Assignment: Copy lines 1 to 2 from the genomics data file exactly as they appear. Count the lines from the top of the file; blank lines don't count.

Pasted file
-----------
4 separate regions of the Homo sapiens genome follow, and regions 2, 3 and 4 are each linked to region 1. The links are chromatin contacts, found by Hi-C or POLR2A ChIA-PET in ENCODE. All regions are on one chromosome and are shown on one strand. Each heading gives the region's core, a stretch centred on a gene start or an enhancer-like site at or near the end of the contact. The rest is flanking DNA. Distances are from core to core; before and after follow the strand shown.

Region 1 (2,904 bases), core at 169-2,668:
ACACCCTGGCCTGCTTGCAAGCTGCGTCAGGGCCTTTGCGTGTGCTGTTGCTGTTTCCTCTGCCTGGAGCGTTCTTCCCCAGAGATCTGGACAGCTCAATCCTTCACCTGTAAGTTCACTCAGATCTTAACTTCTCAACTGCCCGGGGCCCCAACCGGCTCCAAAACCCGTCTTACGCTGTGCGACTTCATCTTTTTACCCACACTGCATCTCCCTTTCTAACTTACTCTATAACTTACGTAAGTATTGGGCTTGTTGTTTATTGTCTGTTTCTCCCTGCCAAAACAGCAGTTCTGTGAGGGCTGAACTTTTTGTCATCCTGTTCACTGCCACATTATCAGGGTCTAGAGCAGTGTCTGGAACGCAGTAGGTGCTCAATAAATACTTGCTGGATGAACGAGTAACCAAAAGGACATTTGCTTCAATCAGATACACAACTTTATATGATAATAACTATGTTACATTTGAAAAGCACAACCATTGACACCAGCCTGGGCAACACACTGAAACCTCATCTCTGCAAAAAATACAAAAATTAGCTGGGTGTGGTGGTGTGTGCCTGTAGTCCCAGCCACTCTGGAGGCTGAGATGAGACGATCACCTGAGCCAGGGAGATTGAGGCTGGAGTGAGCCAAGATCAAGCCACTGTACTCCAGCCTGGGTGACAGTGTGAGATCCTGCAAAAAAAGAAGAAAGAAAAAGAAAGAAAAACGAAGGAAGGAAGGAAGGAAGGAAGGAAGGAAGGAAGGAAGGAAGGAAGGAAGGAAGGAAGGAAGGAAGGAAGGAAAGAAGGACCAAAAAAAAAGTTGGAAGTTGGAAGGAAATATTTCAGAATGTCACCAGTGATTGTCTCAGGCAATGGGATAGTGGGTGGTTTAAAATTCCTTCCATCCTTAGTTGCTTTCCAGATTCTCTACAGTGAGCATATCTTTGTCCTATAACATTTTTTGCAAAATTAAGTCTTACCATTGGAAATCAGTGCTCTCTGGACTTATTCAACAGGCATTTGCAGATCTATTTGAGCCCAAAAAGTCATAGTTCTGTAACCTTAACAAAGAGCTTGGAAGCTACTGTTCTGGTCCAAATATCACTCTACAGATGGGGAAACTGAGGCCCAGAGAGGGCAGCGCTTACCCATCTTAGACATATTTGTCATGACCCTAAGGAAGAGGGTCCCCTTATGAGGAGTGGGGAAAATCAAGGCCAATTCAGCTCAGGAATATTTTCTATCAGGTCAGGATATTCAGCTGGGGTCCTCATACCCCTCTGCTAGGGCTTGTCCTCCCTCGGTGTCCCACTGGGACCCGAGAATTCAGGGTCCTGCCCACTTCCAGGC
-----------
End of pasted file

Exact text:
4 separate regions of the Homo sapiens genome follow, and regions 2, 3 and 4 are each linked to region 1. The links are chromatin contacts, found by Hi-C or POLR2A ChIA-PET in ENCODE. All regions are on one chromosome and are shown on one strand. Each heading gives the region's core, a stretch centred on a gene start or an enhancer-like site at or near the end of the contact. The rest is flanking DNA. Distances are from core to core; before and after follow the strand shown.

Region 1 (2,904 bases), core at 169-2,668: